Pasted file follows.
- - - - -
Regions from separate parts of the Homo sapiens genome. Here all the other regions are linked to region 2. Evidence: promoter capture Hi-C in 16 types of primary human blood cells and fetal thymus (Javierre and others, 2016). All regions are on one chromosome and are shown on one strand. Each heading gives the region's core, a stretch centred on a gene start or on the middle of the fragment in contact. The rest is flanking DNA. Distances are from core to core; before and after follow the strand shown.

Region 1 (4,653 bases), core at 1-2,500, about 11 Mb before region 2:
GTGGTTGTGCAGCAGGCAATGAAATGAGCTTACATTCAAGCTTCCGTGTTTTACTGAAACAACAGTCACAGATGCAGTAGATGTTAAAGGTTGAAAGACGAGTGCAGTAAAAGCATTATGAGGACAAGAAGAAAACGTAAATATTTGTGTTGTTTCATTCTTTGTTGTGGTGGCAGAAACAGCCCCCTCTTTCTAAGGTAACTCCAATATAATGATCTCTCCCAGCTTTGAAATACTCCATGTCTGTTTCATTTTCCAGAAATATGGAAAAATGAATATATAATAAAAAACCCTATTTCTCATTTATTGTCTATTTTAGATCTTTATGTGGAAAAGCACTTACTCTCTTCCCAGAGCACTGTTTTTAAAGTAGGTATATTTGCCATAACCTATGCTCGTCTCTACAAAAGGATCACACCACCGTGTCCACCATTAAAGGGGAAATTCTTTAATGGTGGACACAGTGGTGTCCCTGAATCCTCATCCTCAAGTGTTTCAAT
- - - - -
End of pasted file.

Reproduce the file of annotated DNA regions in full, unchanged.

Regions from separate parts of the Homo sapiens genome. Here all the other regions are linked to region 2. Evidence: promoter capture Hi-C in 16 types of primary human blood cells and fetal thymus (Javierre and others, 2016). All regions are on one chromosome and are shown on one strand. Each heading gives the region's core, a stretch centred on a gene start or on the middle of the fragment in contact. The rest is flanking DNA. Distances are from core to core; before and after follow the strand shown.

Region 1 (4,653 bases), core at 1-2,500, about 11 Mb before region 2:
GTGGTTGTGCAGCAGGCAATGAAATGAGCTTACATTCAAGCTTCCGTGTTTTACTGAAACAACAGTCACAGATGCAGTAGATGTTAAAGGTTGAAAGACGAGTGCAGTAAAAGCATTATGAGGACAAGAAGAAAACGTAAATATTTGTGTTGTTTCATTCTTTGTTGTGGTGGCAGAAACAGCCCCCTCTTTCTAAGGTAACTCCAATATAATGATCTCTCCCAGCTTTGAAATACTCCATGTCTGTTTCATTTTCCAGAAATATGGAAAAATGAATATATAATAAAAAACCCTATTTCTCATTTATTGTCTATTTTAGATCTTTATGTGGAAAAGCACTTACTCTCTTCCCAGAGCACTGTTTTTAAAGTAGGTATATTTGCCATAACCTATGCTCGTCTCTACAAAAGGATCACACCACCGTGTCCACCATTAAAGGGGAAATTCTTTAATGGTGGACACAGTGGTGTCCCTGAATCCTCATCCTCAAGTGTTTCAAT